Khadija's worth a shot

Meanwhile, contrary to the expectations of opposition representatives, who were eagerly awaiting the preliminary report of the International Observation Mission, to once again cast doubt on the election results, the current ODIHR press conference did without aggressive attacks and harsh statements against Azerbaijan. Only journalist Khadija Ismayilova tried to tense up the situation by asking the mission leaders why the mandate of the Azerbaijani delegation to PACE were not frozen.

Frank Schwabe, known for his traditional anti-Azerbaijani position, responded to this question, contrary to Ismayilova's hopes, saying that he was very sceptical about freezing someone's mandate in PACE, and this is generally a difficult and unpredictable dilemma, especially in light of the victorious return to the conference room of the Russian delegation, which had been thrown away years ago. The journalist was clearly disappointed with such a vague and streamlined wording of the critically-minded MEP. As it turned out, freezing the mandate of a delegation of a Council of Europe entity at the request of another country or a narrow social group is hopeless, obviously losing and impractical these days.

Khadija missed

At the press conference, there were other critics of what was happening in the country. In particular, such a head-on, but primitive, politically illiterate question was asked: 'If the international observers found flaws during the election, then why don't they declare the illegitimacy of their results?'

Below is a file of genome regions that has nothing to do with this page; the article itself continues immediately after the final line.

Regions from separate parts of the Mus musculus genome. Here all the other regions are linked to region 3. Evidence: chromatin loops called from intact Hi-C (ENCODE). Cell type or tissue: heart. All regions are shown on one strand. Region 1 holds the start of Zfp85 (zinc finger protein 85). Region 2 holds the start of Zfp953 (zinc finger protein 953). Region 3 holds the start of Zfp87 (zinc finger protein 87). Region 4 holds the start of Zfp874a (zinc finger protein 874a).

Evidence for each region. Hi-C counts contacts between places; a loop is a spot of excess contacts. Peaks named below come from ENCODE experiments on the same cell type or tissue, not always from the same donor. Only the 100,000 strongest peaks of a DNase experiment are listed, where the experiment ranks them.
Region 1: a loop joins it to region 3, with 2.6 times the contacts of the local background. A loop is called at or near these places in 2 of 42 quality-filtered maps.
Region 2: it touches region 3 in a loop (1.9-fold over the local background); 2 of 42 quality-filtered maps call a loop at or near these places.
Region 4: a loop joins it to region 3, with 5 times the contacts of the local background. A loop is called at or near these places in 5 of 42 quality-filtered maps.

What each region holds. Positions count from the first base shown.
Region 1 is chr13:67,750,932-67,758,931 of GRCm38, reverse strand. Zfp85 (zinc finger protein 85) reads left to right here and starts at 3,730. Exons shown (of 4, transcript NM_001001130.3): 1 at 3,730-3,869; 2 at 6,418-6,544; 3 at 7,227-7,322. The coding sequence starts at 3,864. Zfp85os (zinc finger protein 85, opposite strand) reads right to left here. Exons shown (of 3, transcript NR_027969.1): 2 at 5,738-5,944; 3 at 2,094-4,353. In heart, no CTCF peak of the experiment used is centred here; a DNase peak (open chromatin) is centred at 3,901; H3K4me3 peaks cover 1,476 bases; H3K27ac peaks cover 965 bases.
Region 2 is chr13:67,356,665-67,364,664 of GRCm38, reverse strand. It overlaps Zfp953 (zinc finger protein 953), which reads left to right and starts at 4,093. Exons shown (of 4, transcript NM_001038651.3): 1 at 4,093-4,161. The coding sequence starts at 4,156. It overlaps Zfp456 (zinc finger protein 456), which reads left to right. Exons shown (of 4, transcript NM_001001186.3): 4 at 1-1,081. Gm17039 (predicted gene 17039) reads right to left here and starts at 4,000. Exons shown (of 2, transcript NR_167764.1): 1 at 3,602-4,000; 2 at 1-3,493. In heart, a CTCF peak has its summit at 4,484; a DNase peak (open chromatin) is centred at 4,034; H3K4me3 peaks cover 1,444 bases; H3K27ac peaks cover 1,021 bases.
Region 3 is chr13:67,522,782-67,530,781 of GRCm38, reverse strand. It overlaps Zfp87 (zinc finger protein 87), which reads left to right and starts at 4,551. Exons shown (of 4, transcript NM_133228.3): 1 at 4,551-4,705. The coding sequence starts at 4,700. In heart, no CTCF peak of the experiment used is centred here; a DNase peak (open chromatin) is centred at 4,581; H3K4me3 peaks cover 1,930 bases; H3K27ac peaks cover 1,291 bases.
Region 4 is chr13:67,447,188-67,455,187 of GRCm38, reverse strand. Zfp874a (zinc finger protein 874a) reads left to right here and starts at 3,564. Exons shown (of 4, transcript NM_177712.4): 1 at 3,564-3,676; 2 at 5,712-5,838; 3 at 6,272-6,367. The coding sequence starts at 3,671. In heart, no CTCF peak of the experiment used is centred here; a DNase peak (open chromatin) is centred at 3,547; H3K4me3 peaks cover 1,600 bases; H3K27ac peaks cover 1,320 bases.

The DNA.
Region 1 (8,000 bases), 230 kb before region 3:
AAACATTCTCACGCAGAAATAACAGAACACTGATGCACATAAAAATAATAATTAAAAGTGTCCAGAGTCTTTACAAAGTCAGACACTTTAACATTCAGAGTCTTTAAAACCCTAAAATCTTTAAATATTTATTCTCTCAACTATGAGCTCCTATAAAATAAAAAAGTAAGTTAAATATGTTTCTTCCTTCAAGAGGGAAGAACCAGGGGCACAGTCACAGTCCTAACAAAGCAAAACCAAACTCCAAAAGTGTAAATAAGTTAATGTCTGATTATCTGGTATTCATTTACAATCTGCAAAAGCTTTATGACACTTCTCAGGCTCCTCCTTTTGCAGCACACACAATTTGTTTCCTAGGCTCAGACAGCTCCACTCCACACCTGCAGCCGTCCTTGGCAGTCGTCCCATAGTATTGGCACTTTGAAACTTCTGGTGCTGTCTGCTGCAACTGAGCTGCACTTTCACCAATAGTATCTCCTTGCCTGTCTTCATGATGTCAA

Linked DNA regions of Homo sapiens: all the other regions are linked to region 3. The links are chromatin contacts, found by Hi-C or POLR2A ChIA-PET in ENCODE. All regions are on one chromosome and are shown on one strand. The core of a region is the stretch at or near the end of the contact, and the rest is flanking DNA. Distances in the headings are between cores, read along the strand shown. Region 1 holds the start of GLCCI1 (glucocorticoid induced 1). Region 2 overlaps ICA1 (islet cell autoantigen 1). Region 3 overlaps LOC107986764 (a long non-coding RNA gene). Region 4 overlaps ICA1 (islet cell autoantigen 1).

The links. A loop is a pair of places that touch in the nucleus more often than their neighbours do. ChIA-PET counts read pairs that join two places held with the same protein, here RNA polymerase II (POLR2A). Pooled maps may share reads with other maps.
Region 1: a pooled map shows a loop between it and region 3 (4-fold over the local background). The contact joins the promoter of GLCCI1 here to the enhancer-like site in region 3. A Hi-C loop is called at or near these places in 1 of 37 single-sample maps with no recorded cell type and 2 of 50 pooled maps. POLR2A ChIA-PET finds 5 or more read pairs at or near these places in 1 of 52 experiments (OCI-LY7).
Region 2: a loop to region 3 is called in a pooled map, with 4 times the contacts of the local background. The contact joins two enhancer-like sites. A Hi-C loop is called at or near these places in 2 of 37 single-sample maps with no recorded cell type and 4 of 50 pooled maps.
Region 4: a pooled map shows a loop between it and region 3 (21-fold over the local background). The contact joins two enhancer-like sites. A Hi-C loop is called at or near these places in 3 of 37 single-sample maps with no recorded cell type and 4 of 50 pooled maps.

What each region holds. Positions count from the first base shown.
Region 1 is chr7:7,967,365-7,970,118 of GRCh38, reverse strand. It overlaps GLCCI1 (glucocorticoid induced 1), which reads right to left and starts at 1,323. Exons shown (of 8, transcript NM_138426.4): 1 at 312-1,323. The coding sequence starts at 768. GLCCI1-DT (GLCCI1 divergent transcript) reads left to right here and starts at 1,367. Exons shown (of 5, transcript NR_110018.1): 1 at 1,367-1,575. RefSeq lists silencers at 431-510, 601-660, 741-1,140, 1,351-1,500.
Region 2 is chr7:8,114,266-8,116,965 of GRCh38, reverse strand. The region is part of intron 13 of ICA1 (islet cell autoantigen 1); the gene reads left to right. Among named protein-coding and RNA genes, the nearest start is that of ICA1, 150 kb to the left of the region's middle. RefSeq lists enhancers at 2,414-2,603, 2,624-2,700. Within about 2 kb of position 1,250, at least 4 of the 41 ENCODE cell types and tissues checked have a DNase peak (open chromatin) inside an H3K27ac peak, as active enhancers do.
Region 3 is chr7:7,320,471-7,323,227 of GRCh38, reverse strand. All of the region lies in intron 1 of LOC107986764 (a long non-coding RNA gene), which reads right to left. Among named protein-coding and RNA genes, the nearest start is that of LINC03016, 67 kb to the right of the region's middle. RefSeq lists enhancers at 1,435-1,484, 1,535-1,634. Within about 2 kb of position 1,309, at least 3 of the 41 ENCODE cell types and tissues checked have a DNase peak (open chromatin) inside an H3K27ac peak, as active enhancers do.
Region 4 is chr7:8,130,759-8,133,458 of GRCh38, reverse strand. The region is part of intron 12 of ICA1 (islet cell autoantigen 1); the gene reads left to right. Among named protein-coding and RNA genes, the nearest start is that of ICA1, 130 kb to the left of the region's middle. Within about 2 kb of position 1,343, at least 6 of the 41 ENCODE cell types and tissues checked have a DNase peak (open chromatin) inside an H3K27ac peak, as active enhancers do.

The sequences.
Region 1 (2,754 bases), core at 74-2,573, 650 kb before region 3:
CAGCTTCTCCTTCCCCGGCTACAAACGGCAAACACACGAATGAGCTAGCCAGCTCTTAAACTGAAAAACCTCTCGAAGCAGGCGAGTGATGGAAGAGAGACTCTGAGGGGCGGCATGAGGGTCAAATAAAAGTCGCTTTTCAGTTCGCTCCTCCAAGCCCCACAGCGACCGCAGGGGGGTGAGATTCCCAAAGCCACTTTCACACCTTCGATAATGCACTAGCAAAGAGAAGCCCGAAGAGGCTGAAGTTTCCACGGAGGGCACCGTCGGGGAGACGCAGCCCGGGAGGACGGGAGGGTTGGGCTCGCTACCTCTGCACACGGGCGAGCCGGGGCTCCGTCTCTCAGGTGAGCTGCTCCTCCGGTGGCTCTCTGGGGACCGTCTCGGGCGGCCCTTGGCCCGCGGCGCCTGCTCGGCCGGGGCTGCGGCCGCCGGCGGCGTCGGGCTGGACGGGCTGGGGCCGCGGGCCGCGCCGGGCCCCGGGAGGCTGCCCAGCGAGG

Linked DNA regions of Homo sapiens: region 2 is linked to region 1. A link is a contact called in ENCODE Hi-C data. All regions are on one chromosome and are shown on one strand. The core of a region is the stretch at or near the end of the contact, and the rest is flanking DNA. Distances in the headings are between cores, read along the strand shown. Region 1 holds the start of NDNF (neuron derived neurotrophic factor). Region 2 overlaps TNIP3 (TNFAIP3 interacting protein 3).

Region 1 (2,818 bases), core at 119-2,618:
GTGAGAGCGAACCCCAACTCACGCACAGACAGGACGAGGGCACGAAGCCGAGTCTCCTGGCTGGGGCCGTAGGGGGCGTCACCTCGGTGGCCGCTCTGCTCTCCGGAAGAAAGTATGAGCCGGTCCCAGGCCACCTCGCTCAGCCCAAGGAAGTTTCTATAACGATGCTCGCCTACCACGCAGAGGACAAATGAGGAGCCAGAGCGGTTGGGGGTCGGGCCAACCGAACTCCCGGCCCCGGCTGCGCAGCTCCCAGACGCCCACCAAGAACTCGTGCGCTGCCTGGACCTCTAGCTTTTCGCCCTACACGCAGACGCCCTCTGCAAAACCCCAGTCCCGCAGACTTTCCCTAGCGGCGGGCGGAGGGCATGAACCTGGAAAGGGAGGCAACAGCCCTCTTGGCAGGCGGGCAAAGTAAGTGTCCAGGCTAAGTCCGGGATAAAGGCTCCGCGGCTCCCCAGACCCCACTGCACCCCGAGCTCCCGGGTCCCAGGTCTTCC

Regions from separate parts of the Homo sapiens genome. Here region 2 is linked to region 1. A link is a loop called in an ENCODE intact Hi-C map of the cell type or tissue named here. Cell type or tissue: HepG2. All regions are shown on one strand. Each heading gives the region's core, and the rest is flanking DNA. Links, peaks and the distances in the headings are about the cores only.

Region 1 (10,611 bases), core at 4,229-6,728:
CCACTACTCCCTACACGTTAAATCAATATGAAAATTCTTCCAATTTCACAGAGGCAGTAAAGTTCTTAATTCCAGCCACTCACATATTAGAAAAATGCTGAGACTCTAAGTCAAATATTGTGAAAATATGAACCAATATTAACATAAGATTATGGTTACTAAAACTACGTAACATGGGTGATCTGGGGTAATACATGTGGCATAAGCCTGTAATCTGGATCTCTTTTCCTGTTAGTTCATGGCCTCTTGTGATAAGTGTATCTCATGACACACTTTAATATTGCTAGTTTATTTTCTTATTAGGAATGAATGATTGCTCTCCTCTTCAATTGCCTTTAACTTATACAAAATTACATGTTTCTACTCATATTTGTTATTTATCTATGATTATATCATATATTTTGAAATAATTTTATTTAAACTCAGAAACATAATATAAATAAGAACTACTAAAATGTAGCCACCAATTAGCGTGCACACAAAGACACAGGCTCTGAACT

Head of the OSCE short-term mission Artur Gerasimov answered this briefly and succinctly, saying that only the Azerbaijani people determine the issue of legitimacy of elections. And the head of the ODIHR mission, Peter Tejler, emphasised that this issue is beyond the scope of their mandate.

'We are not an elected police force and cannot pass a verdict on legitimacy. Our mission is monitoring the elections,' suppressing such demands, other observers said.

OSCE margin notes

Thus, summarising the views of observers expressed at a press conference and the conclusion of OSCE international missions, we can come to the most important conclusions on the results of the parliamentary elections, which were reflected in an official document of the three leading Western international intergovernmental organisations:

- in the current assessment by the ODIHR of elections in Azerbaijan, the procedural, organisational and methodological approach prevails. The noted shortcomings are considered as organisational and procedural, and therefore do not affect the final election results;

OSCE found only procedural errors in Baku

- violations are episodic, not at all total in nature, that is, they do not have the scale to affect the election results;